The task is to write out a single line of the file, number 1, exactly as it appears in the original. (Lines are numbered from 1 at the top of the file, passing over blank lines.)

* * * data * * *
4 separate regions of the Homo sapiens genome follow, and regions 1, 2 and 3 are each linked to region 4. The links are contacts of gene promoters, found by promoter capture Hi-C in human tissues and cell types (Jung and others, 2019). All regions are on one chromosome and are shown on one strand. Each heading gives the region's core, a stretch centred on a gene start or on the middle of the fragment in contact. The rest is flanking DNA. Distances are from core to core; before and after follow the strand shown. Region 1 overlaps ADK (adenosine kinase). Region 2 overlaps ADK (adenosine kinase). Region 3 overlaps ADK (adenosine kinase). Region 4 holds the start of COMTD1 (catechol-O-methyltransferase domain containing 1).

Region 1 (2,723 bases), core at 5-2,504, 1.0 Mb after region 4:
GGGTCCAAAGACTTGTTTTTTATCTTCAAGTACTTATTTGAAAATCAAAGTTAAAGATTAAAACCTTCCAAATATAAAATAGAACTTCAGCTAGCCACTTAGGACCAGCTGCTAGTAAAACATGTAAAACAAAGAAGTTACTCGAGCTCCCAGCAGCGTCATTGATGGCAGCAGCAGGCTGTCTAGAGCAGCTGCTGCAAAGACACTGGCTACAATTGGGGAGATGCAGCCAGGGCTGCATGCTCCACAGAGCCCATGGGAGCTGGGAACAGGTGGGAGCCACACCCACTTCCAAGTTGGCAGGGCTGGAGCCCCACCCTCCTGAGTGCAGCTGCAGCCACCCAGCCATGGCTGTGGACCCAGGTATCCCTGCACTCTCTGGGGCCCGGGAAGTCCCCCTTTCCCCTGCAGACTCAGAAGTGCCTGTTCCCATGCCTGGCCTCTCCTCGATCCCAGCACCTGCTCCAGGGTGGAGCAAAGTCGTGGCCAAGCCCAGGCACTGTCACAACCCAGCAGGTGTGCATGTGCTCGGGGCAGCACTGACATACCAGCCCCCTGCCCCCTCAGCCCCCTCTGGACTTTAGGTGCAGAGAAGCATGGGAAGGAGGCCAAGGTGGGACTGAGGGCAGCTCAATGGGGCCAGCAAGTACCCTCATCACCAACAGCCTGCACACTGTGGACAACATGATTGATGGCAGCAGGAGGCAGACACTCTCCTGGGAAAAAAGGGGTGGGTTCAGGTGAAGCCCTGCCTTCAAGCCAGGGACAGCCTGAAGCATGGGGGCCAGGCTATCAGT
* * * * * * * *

4 separate regions of the Homo sapiens genome follow, and regions 1, 2 and 3 are each linked to region 4. The links are contacts of gene promoters, found by promoter capture Hi-C in human tissues and cell types (Jung and others, 2019). All regions are on one chromosome and are shown on one strand. Each heading gives the region's core, a stretch centred on a gene start or on the middle of the fragment in contact. The rest is flanking DNA. Distances are from core to core; before and after follow the strand shown. Region 1 overlaps ADK (adenosine kinase). Region 2 overlaps ADK (adenosine kinase). Region 3 overlaps ADK (adenosine kinase). Region 4 holds the start of COMTD1 (catechol-O-methyltransferase domain containing 1).